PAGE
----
Although reference to the phoenix bird (also known as the firebird) does not show up by name in the KJV Bible translation, it does show up in a Jewish translation of the Old Testament. It also shows up in the Septuagint (a Greek version of the Old Testament dated to the third century B.C.), Vulgate (Latin version of Scripture compiled by Jerome in the fourth century), and some Bible commentaries for Job 29:18.
The Hebrew word khole (Strong's Concordance #H2344), translated as 'sand' in the KJV, is interpreted as referring to the phoenix bird in the Jewish Publication Society Bible and other sources.
Then I said: 'I shall die with my nest, and I shall multiply my days as the phoenix;' (Job 29:18, Jewish Publication Society Bible of 1917)
Then I thought: With my nest I shall expire, And like the phoenix, have a long life (Keil and Delitzsch Commentary).
Keil and Delitzsch's Commentary justifies its translation of the phoenix (bird) in Job 29:18 as follows.
"That this bird is none other than the phoenix, is put beyond all doubt by the Midrashim (collected in the Jalkut on Job, §517) . . .
"On the contrary, we must immediately welcome a reference to the Arabico-Egyptian myth of the phoenix, that can be proved, in a book which also otherwise thoroughly blends things Egyptian with Arabian . . . " (Keil and Delitzsch Commentary, comments on Job 29:18 - 20)
The Midrashim is an early Jewish interpretation of Biblical text. Other than possibly referring to a bird, Scripture is unfortunately silent regarding the appearance of this creature.
In mythology, the phoenix is a bird that is associated with the sun and can be reborn. Every five hundred years, according to some popular legends, it dies in flames and is reborn out of its own ashes. S. Cyril of Jerusalem, a Catholic church 'father' who lived during the middle of the 4th century A.D., stated the following regarding this legendary animal.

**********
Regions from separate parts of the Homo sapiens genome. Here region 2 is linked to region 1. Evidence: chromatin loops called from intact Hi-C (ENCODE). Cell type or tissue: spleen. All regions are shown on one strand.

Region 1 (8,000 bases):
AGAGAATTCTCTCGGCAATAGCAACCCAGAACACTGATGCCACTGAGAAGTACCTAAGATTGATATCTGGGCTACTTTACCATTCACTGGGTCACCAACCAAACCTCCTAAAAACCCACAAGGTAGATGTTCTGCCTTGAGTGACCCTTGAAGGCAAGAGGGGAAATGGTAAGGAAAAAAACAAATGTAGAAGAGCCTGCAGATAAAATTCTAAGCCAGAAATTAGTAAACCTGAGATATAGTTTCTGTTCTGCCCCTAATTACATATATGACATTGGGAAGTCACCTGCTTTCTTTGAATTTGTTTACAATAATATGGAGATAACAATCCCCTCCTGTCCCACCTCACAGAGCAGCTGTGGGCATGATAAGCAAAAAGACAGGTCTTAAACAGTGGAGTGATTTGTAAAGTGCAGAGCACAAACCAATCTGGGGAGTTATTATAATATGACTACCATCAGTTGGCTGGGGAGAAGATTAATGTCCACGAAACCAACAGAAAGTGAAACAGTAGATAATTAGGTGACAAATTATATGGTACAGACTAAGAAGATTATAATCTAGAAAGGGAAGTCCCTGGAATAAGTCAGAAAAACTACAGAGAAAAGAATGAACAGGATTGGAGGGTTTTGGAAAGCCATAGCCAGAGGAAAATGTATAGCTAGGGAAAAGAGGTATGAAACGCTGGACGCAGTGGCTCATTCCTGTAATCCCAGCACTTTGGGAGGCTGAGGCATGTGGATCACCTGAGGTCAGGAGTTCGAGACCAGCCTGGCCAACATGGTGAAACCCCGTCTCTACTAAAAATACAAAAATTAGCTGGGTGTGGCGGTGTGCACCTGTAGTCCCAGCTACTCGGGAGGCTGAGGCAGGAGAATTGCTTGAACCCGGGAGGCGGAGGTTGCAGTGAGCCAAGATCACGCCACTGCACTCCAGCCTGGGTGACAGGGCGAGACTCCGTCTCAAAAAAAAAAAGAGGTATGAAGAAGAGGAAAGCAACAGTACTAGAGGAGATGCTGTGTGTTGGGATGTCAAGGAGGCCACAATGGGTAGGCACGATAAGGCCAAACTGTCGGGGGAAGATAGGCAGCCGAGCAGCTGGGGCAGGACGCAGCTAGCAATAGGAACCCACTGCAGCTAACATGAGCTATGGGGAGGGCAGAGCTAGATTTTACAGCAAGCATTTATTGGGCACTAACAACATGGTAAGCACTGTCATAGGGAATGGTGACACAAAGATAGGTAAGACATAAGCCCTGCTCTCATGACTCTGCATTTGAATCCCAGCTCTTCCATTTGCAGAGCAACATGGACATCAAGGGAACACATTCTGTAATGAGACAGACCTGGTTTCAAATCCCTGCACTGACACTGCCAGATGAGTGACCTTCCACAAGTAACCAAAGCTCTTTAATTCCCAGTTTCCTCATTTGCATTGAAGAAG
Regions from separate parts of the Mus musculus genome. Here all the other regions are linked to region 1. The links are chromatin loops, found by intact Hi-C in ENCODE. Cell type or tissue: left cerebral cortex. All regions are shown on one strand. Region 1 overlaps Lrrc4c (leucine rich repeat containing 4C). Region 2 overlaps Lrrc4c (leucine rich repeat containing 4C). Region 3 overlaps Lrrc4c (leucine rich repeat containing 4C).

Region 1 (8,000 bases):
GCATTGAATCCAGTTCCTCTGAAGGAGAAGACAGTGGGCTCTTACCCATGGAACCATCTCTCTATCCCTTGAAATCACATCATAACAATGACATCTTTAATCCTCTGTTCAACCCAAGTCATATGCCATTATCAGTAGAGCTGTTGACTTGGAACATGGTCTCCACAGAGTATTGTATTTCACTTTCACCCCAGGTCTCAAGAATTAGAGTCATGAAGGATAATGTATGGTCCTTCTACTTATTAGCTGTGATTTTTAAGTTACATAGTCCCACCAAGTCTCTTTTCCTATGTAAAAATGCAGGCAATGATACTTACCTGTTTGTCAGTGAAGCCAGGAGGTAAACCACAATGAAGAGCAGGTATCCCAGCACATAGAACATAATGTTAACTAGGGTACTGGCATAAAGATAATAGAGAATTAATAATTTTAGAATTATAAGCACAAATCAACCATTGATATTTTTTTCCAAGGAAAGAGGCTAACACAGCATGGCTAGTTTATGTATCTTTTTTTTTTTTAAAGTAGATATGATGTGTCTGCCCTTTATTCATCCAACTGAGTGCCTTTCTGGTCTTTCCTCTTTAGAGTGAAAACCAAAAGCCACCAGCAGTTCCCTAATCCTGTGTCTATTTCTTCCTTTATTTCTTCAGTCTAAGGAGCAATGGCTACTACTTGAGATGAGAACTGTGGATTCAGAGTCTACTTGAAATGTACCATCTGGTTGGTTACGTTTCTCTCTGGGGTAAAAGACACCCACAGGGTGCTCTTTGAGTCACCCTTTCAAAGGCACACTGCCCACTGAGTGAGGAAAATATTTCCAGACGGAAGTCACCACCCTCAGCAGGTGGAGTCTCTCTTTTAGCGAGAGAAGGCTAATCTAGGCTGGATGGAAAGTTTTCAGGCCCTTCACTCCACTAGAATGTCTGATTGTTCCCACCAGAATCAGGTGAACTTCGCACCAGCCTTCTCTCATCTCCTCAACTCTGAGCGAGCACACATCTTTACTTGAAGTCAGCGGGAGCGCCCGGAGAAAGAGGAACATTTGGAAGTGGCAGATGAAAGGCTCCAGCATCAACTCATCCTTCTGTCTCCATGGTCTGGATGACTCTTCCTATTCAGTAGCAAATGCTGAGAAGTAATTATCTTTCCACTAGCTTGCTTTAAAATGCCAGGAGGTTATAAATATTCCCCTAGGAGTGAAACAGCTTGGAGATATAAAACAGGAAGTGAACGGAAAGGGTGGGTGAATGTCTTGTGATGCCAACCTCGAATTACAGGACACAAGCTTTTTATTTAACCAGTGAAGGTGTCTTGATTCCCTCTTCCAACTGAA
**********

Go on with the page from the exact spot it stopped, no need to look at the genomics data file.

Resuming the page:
"But the Greeks ask for a resurrection of the dead still manifest; and say that, even if these creatures are raised, yet they had not utterly mouldered away; and they require to see distinctly some creature rise again after complete decay. God knew men's unbelief, and provided for this purpose a bird, called a Phoenix . . .
"For it makes itself a coffin of frankincense and myrrh and other spices, and entering into this when its years are fulfilled, it evidently dies and moulders away. Then from the decayed flesh of the dead bird a worm is engendered, and this worm when grown large is transformed into a bird . . . becoming fledged and a full-grown Phoenix . . ." (Early Church Fathers: Second Series, Volume 7, Lecture XVIII).
Clement of Rome, who died around 100 A.D., is considered one of the "fathers" of what would become the Roman Catholic Church. He is possibly the first person to use the phoenix to teach Christian doctrines. He uses it, in his first Epistle to the Corinthians, as a symbol of Jesus' resurrection from the dead (History of the Christian Church, Volume 2, Clement of Rome).
According to the Talmud, the phoenix (Hol) was the only animal who refused to eat the forbidden fruit from the tree of the knowledge of good and evil. Because of its obedience, God not only allowed it to stay in the Garden of Eden but also gave it immortality.